Friday, December 15, 2017
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With Due Respect

Martial law, authoritarian rule and Cha-cha

September was a refreshing month for free speech. Rallies and demonstrations filled many streets and plazas, especially on the 11th (the 100th birthday of Ferdinand Marcos) and on the 21st (the 45th anniversary of his declaration of martial law [ML]).

Yes to constitutional ML. What caught my attention, even while I was in the United States on those two dates, was the passion in denouncing the possible reimposition of ML nationwide. Repeatedly, the mantras were “No to martial law! Never again! Martial law is evil!”

However, as I have written in the past, the 1987 Constitution has exorcised the evils of ML and instituted adequate safeguards to prevent the abuses perpetrated during the Marcos regime.

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To stress, under the present Charter, ML can be declared only to suppress an actual rebellion or invasion (and no other crime) when public safety requires it. The Congress and the Supreme Court are separately authorized to review and to strike down the declaration. At all events, the Constitution — particularly Art. III (the Bill of Rights) — is not suspended and remains in full force.

The only immediate adverse effect on the citizenry is the authority given to law enforcers to detain rebellion and invasion suspects for 72 hours, instead of the usual 36 hours. And this can be done only if the privilege of the writ of habeas corpus is also suspended.

Defense Secretary Delfin Lorenzana (the ML administrator in Mindanao) and Armed Forces Chief of Staff Eduardo Año are well aware of these constitutional limits and have carefully observed them. I have spoken with Secretary Lorenzana a few times and I am convinced he is a gentleman determined to honor these limits. He knows that he is being watched by our people and that he will eventually be judged by history.

Clearly, ML is not evil per se. If it were so, the 1987 Constitution should have prohibited it, instead of just restricting it. Indeed, ML is a necessary weapon to suppress invasion or rebellion when public safety requires its use.

No to authoritarian rule. What we must be wary of and safeguard against is authoritarian rule. Authoritarian rule takes place when the Constitution is ignored and the head of state governs by his/her lonesome.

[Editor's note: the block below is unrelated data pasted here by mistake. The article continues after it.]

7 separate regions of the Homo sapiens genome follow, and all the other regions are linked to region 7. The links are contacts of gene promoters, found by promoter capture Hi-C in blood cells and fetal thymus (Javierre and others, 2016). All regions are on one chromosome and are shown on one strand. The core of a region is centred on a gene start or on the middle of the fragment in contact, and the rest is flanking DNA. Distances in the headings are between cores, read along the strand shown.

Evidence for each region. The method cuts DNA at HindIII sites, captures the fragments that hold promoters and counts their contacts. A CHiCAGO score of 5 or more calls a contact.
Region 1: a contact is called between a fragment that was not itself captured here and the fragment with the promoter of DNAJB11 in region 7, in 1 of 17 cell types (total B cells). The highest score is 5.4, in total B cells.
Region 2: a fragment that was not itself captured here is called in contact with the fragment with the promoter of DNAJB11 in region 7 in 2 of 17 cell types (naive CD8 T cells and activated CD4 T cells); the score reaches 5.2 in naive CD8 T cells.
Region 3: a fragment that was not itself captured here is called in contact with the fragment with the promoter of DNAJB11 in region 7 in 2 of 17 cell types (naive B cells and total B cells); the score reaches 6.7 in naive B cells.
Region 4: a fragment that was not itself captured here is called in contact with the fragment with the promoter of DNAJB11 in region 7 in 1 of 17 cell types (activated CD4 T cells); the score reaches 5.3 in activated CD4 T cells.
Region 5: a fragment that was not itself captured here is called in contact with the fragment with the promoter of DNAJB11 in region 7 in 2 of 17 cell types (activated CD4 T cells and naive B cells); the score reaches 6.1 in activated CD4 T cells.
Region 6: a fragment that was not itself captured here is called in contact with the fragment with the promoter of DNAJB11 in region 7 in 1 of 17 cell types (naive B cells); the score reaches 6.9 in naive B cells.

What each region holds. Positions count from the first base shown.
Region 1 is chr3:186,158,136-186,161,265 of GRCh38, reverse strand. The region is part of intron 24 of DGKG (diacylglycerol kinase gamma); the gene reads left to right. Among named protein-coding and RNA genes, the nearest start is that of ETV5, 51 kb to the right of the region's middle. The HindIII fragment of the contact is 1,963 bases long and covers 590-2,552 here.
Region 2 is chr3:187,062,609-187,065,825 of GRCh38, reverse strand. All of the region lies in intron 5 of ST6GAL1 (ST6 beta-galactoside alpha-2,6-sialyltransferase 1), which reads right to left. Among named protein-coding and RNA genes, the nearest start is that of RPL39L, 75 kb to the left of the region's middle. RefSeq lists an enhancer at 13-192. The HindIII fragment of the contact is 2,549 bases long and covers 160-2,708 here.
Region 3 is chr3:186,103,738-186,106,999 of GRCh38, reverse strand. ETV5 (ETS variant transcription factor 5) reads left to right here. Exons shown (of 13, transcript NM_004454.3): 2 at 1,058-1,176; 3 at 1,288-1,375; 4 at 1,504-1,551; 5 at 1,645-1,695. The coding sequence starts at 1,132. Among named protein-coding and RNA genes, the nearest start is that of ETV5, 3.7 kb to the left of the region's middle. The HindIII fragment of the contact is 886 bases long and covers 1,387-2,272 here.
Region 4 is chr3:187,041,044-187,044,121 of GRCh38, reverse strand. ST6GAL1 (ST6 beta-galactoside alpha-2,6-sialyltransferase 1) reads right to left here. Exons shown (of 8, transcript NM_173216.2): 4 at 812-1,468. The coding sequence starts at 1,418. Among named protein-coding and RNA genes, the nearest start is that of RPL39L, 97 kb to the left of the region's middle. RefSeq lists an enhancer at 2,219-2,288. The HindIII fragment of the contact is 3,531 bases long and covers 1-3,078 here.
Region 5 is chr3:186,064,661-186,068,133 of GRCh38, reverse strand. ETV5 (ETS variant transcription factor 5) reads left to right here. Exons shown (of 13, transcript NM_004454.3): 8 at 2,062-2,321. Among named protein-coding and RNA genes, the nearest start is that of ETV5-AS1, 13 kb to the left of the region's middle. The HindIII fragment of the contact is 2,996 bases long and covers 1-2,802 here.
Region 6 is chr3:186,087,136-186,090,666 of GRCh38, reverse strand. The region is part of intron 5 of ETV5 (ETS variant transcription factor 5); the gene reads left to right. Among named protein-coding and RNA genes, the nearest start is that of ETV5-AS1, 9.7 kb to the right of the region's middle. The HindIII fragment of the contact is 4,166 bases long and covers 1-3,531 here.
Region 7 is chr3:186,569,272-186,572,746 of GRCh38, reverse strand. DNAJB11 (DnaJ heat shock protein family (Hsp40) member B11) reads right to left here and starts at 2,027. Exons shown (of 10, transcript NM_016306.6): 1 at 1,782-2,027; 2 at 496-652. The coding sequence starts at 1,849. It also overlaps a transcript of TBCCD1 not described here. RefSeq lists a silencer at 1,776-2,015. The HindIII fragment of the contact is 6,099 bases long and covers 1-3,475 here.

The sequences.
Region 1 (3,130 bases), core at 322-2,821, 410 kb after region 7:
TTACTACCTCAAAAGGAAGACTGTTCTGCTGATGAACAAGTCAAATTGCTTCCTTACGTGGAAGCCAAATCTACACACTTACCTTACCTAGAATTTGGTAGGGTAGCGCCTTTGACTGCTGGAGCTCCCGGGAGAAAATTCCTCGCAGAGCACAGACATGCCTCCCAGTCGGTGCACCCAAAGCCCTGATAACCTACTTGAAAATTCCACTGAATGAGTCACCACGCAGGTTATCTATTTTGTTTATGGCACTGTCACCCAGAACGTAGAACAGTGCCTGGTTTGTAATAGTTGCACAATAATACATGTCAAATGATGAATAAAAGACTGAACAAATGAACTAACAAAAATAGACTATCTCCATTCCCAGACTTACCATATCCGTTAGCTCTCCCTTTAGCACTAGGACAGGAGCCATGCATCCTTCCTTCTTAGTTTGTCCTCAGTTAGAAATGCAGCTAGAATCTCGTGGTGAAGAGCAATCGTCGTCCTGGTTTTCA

This can happen if — repeat, if — the President, with the active support of the military, sets aside the Constitution and becomes a virtual dictator with unlimited powers. He would then rule by might, not by right. But to be fair, let me add that President Duterte said a few days ago that he respects and will always follow the Constitution.

Authoritarian rule can also happen if military adventurers stage a successful coup d’état. Here, the Constitution is likewise set aside and a new regime takes over.

With authoritarian rule, the Bill of Rights would be obliterated, Congress and the Supreme Court abolished, and the system of checks and balances abrogated.

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Neither yes nor no to Cha-cha for now. Another way of radically altering the structure and form of the government is through Charter change (Cha-cha), which Congress is planning to undertake shortly. While the general aim is to establish a federal type of government, Cha-cha could also result in the abolition of the presidency as we know it now, and/or of Congress if the parliamentary system is instituted, and/or of the Senate, if the unicameral variety is adopted.

The terms of office of all officials could be cut and the incumbents, including those possessing constitutionally protected terms like Supreme Court justices, could be summarily removed. The Bill of Rights could be altered and the declaration of principles revised.

Since the Spanish colonization, our government has always been centralized. Our people have had no experience with any other form of government. At this point, I have no details on the kind or form of federal state that would be adopted. Until I know such details, I cannot say “yes” or “no” to Cha-cha.

But one thing is certain: Federalism will usher in a new way of governance, a new team of officials and a new set of rules, perhaps as novel as a revolutionary government.

Comments to chiefjusticepanganiban@hotmail.com

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TAGS: 1987 Constitution, artemio v. panganiban, federalism, free speech, martial law, With Due Respect
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